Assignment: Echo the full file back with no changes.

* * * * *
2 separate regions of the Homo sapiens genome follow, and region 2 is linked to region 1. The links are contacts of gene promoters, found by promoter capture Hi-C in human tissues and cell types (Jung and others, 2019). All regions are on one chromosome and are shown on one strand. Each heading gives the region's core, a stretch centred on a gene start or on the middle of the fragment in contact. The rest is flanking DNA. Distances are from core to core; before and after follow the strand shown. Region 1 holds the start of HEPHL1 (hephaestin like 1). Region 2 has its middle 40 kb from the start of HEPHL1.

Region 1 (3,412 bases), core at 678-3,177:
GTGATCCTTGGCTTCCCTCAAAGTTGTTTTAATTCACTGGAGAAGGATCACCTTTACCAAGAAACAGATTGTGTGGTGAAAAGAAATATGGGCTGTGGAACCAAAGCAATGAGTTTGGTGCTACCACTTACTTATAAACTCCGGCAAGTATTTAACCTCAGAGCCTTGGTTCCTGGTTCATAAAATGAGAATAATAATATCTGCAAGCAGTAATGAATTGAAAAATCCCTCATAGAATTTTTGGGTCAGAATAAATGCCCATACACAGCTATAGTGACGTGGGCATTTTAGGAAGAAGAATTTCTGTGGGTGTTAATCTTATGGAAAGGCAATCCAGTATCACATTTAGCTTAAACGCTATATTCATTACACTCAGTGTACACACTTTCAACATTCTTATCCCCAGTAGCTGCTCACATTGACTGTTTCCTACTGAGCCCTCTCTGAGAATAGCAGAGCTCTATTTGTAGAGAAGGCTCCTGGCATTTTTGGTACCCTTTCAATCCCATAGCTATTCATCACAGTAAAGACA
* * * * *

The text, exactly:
2 separate regions of the Homo sapiens genome follow, and region 2 is linked to region 1. The links are contacts of gene promoters, found by promoter capture Hi-C in human tissues and cell types (Jung and others, 2019). All regions are on one chromosome and are shown on one strand. Each heading gives the region's core, a stretch centred on a gene start or on the middle of the fragment in contact. The rest is flanking DNA. Distances are from core to core; before and after follow the strand shown. Region 1 holds the start of HEPHL1 (hephaestin like 1). Region 2 has its middle 40 kb from the start of HEPHL1.

Region 1 (3,412 bases), core at 678-3,177:
GTGATCCTTGGCTTCCCTCAAAGTTGTTTTAATTCACTGGAGAAGGATCACCTTTACCAAGAAACAGATTGTGTGGTGAAAAGAAATATGGGCTGTGGAACCAAAGCAATGAGTTTGGTGCTACCACTTACTTATAAACTCCGGCAAGTATTTAACCTCAGAGCCTTGGTTCCTGGTTCATAAAATGAGAATAATAATATCTGCAAGCAGTAATGAATTGAAAAATCCCTCATAGAATTTTTGGGTCAGAATAAATGCCCATACACAGCTATAGTGACGTGGGCATTTTAGGAAGAAGAATTTCTGTGGGTGTTAATCTTATGGAAAGGCAATCCAGTATCACATTTAGCTTAAACGCTATATTCATTACACTCAGTGTACACACTTTCAACATTCTTATCCCCAGTAGCTGCTCACATTGACTGTTTCCTACTGAGCCCTCTCTGAGAATAGCAGAGCTCTATTTGTAGAGAAGGCTCCTGGCATTTTTGGTACCCTTTCAATCCCATAGCTATTCATCACAGTAAAGACA